NOTE: Disconnecting the power button on older systems – those using the AT standard and its derivatives – removes voltage from all components except the power supply, leaving the system in a safe state to upgrade without risk of damaging components. Many of the new systems – those using the ATX standard and its derivatives – maintain low-voltage, low-amperage power on the motherboard even when the power button is off unless it is unplugged.

Most of these systems have a small LED on the motherboard that remains lit to indicate that there is still power. Installing or removing an expansion card in these systems without first completely unplugging the power cord may damage the motherboard or the component. Although some ATX power supplies have a power button in the power supply, the safest method with these systems is to unplug the computer from the wall outlet, or turn off the power protector.

Keep the screws and small parts

Disassembling a computer involves an incredible number of screws and other small pieces. While disassembling the computer, arrange these pieces using a carton of carton eggs, or a tray of ice cubes. From experience, a screw lost in the floor can ruin a vacuum cleaner. The goal is to have all the pieces organized for when you reassemble the computer during the upgrade. Some people store the screws until they are needed by putting them back into the original component after removing it. This takes a little longer, but make sure you use the right screw on the component itself.

NOTE: Some computers use a variety of screws that look very similar but in reality are quite different. For example, the screws used for some of the carton covers and those used to mount the disc drives may look the same, but changing them may result in ground threads. If in doubt, keep the screws separate in separate compartments.

Use force when necessary, but do not abuse

Many books say not to force anything, this is a good county to some extent. If you do something that requires too much force, there is a chance that a part will be misaligned, or it will not remove a screw, or anything like that during the upgrade work. But sometimes there is no other alternative if you do not apply force if you want to be able to upgrade. For example, the drive’s power cords sometimes get so tight that the only way to get them out is to grab them with pliers to pull them out. Some combinations of expansion cards with slotthey are so tight they have to put a lot of pressure to fit them. When you are upgrading if you find this situation, make sure that everything is aligned or how it should be (or there is no wire locking the slot). So use the force needed to do the upgrade work, which can be a lot.

Confirm and reconfirm before calling

An experienced technician upgrading to a system makes a thorough and quick examination of the computer before testing it by turning it on. Do not skip this part, and do not underestimate its importance. Many of the computers that fail the power-up test after the upgrade are because this part is ignored. Until you gain experience, it takes a few minutes to check if everything is as it should be – the components are secure, the cables connected correctly, no tool forgotten in the computer, etc. Once you’re confident in the upgrade task, this step will only take 15 seconds, but may be the 15 most important seconds of the entire upgrade.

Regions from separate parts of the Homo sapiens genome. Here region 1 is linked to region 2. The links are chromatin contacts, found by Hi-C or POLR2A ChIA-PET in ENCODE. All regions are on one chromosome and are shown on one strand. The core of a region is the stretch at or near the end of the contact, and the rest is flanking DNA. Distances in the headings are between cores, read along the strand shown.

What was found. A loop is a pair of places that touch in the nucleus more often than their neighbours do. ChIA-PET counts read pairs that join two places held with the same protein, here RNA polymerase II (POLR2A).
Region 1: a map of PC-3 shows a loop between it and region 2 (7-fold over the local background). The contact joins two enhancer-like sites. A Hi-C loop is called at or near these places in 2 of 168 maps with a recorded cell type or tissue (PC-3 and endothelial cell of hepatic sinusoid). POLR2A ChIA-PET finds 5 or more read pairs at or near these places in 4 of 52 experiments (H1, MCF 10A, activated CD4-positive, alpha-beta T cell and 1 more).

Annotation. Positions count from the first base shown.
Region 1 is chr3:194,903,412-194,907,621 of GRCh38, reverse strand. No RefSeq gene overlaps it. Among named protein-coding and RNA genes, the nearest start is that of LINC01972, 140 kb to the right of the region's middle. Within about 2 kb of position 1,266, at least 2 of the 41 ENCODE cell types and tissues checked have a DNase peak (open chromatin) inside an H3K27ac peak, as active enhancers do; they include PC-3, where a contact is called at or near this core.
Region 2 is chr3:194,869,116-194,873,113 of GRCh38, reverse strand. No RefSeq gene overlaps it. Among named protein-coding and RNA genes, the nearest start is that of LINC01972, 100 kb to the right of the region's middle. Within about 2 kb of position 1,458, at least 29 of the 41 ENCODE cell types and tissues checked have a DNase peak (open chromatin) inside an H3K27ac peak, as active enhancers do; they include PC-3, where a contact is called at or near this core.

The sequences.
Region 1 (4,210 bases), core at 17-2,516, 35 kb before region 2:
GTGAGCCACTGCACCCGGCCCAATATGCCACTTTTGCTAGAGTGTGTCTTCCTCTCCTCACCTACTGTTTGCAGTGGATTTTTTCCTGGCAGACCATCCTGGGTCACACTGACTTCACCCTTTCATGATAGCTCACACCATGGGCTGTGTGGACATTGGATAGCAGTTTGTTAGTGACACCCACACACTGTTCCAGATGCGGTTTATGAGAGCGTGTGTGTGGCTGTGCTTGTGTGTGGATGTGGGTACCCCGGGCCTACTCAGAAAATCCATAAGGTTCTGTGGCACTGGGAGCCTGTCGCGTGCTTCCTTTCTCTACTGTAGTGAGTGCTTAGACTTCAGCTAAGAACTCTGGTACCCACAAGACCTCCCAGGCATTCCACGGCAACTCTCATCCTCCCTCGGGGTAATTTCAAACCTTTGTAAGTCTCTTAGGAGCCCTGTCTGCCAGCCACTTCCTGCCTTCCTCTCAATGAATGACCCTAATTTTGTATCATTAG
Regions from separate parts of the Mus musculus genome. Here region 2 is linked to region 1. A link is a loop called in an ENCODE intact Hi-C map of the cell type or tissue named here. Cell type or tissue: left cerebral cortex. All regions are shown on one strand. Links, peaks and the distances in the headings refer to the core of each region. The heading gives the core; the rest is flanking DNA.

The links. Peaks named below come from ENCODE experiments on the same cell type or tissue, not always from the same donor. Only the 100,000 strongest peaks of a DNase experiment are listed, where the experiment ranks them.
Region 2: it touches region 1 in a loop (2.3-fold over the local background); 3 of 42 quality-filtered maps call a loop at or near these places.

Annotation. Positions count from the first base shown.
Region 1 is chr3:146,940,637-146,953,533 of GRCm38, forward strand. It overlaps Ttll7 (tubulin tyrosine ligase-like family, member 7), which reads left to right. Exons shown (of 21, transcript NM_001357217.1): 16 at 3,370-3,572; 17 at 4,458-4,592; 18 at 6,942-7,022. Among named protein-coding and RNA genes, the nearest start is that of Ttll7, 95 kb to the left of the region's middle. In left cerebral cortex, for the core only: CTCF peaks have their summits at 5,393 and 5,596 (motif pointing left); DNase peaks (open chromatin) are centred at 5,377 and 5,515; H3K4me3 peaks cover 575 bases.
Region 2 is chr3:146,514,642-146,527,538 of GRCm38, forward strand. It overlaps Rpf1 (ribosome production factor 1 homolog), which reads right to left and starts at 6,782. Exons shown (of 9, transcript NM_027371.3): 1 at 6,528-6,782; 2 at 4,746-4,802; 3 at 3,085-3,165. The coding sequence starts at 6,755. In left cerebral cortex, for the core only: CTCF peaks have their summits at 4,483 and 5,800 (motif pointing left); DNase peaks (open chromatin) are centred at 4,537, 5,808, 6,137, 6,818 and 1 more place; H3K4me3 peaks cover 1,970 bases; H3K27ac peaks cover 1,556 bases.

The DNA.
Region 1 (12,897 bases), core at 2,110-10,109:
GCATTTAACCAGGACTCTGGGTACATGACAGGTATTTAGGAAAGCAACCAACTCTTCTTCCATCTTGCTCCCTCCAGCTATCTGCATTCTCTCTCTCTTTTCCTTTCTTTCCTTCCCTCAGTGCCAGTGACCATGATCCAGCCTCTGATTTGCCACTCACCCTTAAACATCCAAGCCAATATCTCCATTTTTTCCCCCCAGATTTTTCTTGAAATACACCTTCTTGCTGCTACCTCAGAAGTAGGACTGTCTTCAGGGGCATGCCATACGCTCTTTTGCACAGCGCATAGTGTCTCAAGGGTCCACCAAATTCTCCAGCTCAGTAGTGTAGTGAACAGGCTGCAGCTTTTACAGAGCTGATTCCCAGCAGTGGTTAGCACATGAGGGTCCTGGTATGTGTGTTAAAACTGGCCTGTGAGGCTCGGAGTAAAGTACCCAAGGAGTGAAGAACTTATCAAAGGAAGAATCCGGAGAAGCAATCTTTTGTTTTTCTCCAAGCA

Call for a short time the first time

The time of great danger arises when you turn on the computer the first time after the upgrade. Do what it takes to minimize damage if the first test fails. If the system catastrophically fails – what sometimes happens does not matter how careful we are – do not take longer than necessary. For example, we recently upgraded to a server for which we purchased four 512MB memory DIMMs and two SCSI drives. The new motherboard sometimes shut down the first time it was turned on, so instead of installing the new DIMMs and SCSI disks before testing, we used 128 MB DIMMs used and an old Barracuda hard drive to check that the motherboard was good and the connections too. Once we get past this obstacle, we install the new DIMMs and the new hard drive. If the system had failed it would be from the motherboard, and the new DIMMs and hard drive would be fine. We mentioned before another advantage of doing things like that. Limiting concurrent changes makes it easier to get hardware to work properly when upgrading. Starting slowly and gradually adding the hardware helps Plug-and-Play set up more easily, particularly when you install difficult peripherals such as sound cards that want to grab all the features that come with it.

Do not throw away old components from another upgrade

Do not get rid of the components you remove when you upgrade. With new hard drives costing an average of $ 1 per gigabyte, it may not make sense to save an old 1GB disk. But of course you’ll be glad to have him around when you have to test a computer problem. Apart from advertising that shows a technician testing a computer using an oscilloscope, in fact no one does it that way. In the real world, faults in computers are detected by switching components. Saving the old components you remove from the computers you upgrade is a convenient (and free) way of having replacement parts that you may need later to troubleshoot your PC.

Leave the cover open until the upgrade is complete.

An easy way to see if the technician has experience or not is to see when he mounts the cover of the computer to which he is to upgrade. Experienced technicians wait until everything is assembled and functioning properly before you attach the cables and cover the computer. An inexperienced technician installs the upgrade components, assembles the box, attaches all the cables, and only at the end does it test to see if the upgrade went well.